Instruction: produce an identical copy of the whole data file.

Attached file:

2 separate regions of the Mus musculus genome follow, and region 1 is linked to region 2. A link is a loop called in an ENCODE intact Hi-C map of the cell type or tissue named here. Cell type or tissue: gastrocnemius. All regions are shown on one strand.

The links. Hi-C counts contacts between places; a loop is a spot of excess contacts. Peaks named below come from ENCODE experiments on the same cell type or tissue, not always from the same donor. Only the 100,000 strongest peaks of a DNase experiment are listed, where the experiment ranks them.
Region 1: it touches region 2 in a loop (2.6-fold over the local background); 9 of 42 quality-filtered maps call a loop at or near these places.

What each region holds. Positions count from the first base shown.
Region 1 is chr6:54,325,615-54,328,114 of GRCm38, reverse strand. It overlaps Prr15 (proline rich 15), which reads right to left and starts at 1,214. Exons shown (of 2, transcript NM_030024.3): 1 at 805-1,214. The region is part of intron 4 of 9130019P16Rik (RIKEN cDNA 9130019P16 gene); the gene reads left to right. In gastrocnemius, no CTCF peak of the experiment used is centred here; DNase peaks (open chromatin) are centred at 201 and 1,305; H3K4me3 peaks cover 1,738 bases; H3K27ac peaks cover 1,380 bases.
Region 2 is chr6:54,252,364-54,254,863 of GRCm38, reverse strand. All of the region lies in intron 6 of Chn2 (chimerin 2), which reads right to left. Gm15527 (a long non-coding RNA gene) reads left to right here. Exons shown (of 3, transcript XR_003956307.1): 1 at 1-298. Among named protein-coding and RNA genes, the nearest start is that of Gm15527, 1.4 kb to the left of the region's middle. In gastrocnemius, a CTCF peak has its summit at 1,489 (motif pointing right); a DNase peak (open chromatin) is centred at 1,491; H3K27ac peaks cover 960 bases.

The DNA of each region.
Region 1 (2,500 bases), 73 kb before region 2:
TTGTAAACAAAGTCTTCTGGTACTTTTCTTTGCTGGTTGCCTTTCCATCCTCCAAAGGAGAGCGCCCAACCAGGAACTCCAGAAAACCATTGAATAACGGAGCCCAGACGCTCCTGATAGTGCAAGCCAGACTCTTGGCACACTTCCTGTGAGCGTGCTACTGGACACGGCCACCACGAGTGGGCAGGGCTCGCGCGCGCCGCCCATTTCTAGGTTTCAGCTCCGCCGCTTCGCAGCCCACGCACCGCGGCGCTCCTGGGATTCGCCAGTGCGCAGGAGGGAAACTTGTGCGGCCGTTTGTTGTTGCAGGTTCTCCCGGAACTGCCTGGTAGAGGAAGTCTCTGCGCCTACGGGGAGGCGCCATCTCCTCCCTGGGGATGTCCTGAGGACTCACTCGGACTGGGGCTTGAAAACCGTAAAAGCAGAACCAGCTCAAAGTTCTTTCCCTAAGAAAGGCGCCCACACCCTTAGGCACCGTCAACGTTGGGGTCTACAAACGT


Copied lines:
2 separate regions of the Mus musculus genome follow, and region 1 is linked to region 2. A link is a loop called in an ENCODE intact Hi-C map of the cell type or tissue named here. Cell type or tissue: gastrocnemius. All regions are shown on one strand.

The links. Hi-C counts contacts between places; a loop is a spot of excess contacts. Peaks named below come from ENCODE experiments on the same cell type or tissue, not always from the same donor. Only the 100,000 strongest peaks of a DNase experiment are listed, where the experiment ranks them.
Region 1: it touches region 2 in a loop (2.6-fold over the local background); 9 of 42 quality-filtered maps call a loop at or near these places.

What each region holds. Positions count from the first base shown.
Region 1 is chr6:54,325,615-54,328,114 of GRCm38, reverse strand. It overlaps Prr15 (proline rich 15), which reads right to left and starts at 1,214. Exons shown (of 2, transcript NM_030024.3): 1 at 805-1,214. The region is part of intron 4 of 9130019P16Rik (RIKEN cDNA 9130019P16 gene); the gene reads left to right. In gastrocnemius, no CTCF peak of the experiment used is centred here; DNase peaks (open chromatin) are centred at 201 and 1,305; H3K4me3 peaks cover 1,738 bases; H3K27ac peaks cover 1,380 bases.
Region 2 is chr6:54,252,364-54,254,863 of GRCm38, reverse strand. All of the region lies in intron 6 of Chn2 (chimerin 2), which reads right to left. Gm15527 (a long non-coding RNA gene) reads left to right here. Exons shown (of 3, transcript XR_003956307.1): 1 at 1-298. Among named protein-coding and RNA genes, the nearest start is that of Gm15527, 1.4 kb to the left of the region's middle. In gastrocnemius, a CTCF peak has its summit at 1,489 (motif pointing right); a DNase peak (open chromatin) is centred at 1,491; H3K27ac peaks cover 960 bases.

The DNA of each region.
Region 1 (2,500 bases), 73 kb before region 2:
TTGTAAACAAAGTCTTCTGGTACTTTTCTTTGCTGGTTGCCTTTCCATCCTCCAAAGGAGAGCGCCCAACCAGGAACTCCAGAAAACCATTGAATAACGGAGCCCAGACGCTCCTGATAGTGCAAGCCAGACTCTTGGCACACTTCCTGTGAGCGTGCTACTGGACACGGCCACCACGAGTGGGCAGGGCTCGCGCGCGCCGCCCATTTCTAGGTTTCAGCTCCGCCGCTTCGCAGCCCACGCACCGCGGCGCTCCTGGGATTCGCCAGTGCGCAGGAGGGAAACTTGTGCGGCCGTTTGTTGTTGCAGGTTCTCCCGGAACTGCCTGGTAGAGGAAGTCTCTGCGCCTACGGGGAGGCGCCATCTCCTCCCTGGGGATGTCCTGAGGACTCACTCGGACTGGGGCTTGAAAACCGTAAAAGCAGAACCAGCTCAAAGTTCTTTCCCTAAGAAAGGCGCCCACACCCTTAGGCACCGTCAACGTTGGGGTCTACAAACGT